Each service may be required to establish its own incident team(s) and to notify the emergency co-ordinator when this has been done.  The emergency management team will meet, in the chief executive’s office initially.  If a decision has been made to open the emergency centre, an emergency centre manager will be appointed to set up the centre and support the emergency management team.


At the conclusion of the incident, the emergency co-ordinator will be responsible for deciding to scale down the response, closing the emergency centre and declaring a stand-down.

After the stand-down has been declared it may be necessary for some council directorates/services to progress the return to normality, maintaining a monitoring role until the situation is fully rectified.

A post incident de-briefing will usually be called to review all actions taken.      

Emergency management team

In a major incident situation an emergency management team, led initially by the emergency co-ordinator will manage the district council’s response. The make-up of this team will depend upon the nature of the incident, the response that is required, and the particular phase of that response.  Requirements might change during an incident and some team members will be able to stand down, or additional members might need to be introduced.  Some members of the team might also come from other agencies and the county council.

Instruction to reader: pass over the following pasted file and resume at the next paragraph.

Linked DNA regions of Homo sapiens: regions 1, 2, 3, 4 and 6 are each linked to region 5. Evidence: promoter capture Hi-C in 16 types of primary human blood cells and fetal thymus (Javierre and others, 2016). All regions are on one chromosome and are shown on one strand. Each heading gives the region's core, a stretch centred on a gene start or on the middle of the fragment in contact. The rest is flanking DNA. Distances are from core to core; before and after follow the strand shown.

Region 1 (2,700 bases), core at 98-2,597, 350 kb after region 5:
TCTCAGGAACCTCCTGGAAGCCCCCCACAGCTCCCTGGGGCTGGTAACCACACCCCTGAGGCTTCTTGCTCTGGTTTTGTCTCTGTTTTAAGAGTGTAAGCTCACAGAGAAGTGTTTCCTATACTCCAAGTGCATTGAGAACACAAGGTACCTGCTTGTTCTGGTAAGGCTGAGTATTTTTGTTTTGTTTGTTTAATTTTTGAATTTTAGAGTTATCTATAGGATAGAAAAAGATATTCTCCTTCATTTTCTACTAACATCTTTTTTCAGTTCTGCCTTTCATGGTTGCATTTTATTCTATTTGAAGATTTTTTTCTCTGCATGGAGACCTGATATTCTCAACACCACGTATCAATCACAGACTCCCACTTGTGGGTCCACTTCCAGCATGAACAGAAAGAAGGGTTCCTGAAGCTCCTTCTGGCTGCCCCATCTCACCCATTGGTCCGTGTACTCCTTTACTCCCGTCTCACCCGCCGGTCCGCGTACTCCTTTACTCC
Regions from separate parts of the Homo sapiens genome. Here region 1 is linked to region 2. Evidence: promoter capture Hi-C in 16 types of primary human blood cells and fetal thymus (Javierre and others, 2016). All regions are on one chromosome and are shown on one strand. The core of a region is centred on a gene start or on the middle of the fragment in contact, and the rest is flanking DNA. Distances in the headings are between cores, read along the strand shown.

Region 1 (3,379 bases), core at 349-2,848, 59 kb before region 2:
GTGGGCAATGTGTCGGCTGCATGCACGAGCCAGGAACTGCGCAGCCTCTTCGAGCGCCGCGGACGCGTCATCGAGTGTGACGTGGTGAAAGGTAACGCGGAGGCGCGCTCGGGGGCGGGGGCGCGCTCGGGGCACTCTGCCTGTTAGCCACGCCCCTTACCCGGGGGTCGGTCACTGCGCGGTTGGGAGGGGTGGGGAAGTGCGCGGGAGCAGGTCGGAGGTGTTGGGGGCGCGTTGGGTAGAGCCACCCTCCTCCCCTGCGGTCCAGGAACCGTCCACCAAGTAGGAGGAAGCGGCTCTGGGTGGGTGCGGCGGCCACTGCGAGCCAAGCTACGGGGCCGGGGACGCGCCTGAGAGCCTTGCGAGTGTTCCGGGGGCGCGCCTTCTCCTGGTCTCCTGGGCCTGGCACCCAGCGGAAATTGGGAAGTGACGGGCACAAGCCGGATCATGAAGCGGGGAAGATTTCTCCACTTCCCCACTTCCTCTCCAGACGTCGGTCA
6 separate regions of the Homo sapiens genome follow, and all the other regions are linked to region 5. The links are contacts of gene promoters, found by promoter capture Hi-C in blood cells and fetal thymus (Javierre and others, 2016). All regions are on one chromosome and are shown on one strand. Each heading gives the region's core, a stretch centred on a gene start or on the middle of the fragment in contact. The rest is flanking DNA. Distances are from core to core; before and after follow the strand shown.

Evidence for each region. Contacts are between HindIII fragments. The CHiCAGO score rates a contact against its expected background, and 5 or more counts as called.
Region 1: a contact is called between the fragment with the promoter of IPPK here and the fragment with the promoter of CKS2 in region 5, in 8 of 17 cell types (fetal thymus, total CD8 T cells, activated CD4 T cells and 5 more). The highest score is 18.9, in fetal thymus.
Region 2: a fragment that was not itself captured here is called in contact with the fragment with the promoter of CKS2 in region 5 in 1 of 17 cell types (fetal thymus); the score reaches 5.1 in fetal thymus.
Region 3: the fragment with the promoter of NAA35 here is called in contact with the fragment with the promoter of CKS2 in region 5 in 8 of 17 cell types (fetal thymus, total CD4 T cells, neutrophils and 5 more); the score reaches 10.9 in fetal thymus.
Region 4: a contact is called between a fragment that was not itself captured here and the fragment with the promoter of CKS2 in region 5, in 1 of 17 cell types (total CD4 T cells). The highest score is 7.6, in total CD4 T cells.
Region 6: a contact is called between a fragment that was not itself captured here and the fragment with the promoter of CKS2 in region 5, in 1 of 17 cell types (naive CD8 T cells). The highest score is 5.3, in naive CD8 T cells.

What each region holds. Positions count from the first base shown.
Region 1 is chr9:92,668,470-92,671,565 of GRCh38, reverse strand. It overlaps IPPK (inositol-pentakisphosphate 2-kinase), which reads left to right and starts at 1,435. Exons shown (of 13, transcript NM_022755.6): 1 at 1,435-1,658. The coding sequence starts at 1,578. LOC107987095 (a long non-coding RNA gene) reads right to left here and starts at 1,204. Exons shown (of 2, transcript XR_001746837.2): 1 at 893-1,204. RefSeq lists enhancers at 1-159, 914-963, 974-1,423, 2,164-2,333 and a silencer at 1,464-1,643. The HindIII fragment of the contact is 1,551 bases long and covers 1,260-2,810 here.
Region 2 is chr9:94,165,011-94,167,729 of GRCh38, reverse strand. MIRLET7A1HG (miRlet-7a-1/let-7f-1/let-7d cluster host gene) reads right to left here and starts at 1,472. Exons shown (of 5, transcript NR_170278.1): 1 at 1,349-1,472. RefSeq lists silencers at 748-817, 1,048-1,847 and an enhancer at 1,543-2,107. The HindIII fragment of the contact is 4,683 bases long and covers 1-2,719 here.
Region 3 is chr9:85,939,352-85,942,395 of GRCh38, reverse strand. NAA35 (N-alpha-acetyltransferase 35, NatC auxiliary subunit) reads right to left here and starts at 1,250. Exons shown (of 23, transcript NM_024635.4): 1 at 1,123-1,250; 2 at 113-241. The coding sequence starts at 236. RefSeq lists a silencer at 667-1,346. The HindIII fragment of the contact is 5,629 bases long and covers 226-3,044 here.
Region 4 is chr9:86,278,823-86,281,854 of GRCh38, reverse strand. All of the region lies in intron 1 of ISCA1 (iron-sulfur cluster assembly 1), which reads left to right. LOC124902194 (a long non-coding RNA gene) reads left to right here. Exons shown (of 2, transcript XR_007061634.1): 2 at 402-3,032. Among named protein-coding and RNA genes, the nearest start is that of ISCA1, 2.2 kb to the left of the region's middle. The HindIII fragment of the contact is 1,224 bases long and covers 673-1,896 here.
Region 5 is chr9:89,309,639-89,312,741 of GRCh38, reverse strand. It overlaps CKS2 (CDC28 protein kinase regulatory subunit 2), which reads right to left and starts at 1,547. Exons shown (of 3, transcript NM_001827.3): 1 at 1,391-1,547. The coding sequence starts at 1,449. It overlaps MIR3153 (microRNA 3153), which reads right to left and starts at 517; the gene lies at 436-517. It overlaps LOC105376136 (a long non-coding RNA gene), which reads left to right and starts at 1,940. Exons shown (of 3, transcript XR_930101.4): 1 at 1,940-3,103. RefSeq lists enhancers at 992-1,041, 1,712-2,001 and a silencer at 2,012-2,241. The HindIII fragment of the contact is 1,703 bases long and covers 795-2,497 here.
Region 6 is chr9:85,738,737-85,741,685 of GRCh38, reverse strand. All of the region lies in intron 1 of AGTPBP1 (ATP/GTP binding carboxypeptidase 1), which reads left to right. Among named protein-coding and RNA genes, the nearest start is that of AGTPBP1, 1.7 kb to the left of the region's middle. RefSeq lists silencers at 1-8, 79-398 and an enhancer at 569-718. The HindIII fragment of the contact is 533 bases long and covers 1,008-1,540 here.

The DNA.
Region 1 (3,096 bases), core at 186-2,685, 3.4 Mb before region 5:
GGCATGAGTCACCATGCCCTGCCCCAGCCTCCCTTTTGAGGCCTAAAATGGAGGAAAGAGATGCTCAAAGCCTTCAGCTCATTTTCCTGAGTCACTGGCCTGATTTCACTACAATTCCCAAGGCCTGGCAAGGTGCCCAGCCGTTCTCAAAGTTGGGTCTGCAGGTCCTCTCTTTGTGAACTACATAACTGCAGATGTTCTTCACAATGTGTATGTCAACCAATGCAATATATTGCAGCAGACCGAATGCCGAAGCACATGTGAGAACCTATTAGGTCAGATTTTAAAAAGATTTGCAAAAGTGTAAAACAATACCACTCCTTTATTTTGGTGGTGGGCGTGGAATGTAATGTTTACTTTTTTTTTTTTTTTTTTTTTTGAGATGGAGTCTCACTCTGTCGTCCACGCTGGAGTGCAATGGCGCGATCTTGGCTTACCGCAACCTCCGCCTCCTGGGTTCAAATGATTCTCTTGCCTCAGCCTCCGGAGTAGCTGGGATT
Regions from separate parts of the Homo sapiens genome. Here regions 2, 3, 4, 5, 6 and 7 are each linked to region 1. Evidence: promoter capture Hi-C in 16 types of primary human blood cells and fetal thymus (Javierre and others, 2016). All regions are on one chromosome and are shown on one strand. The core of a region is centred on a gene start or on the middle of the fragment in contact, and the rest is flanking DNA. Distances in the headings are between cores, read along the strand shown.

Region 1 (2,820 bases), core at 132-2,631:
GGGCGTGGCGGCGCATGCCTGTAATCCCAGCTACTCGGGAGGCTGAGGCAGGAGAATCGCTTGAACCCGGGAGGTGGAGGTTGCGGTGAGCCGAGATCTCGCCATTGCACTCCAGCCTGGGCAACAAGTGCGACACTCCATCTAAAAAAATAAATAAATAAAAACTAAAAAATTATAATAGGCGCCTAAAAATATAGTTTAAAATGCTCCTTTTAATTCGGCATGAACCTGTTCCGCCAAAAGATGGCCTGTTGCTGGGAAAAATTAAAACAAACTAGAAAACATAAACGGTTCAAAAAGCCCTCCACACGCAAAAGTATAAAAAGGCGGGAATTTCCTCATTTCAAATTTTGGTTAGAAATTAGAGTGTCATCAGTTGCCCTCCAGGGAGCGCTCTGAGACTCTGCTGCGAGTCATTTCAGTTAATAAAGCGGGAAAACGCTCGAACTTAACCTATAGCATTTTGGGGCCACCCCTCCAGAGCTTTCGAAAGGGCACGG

The need for an emergency structure to support the co-ordination and management of the local authority response may not be evident at the outset of a major incident or emergency and there may be a number of stages to reach before deciding to implement a full emergency centre structure.

Sources of information

Experience has shown that the most effective way to deal with emergencies is to maintain a two-way communication flow with all council services.  This way useful information that may be held in different parts of the district council can be brought together.

Sources of information about an incident or its impact on the community are likely to come from:

  • The county council duty civil contingencies officer
  • Any routine directorate/service response to an emergency situation.
  • Emergency services and other category [1] responder organisations reporting on or seeking local authority support for an emergency situation.
  • The former utility companies and other category [2] responder organisations.
  • Information from central and regional government offices
  • The media
  • Members of the public directly affected by the emergency situation
  • Elected members representing affected communities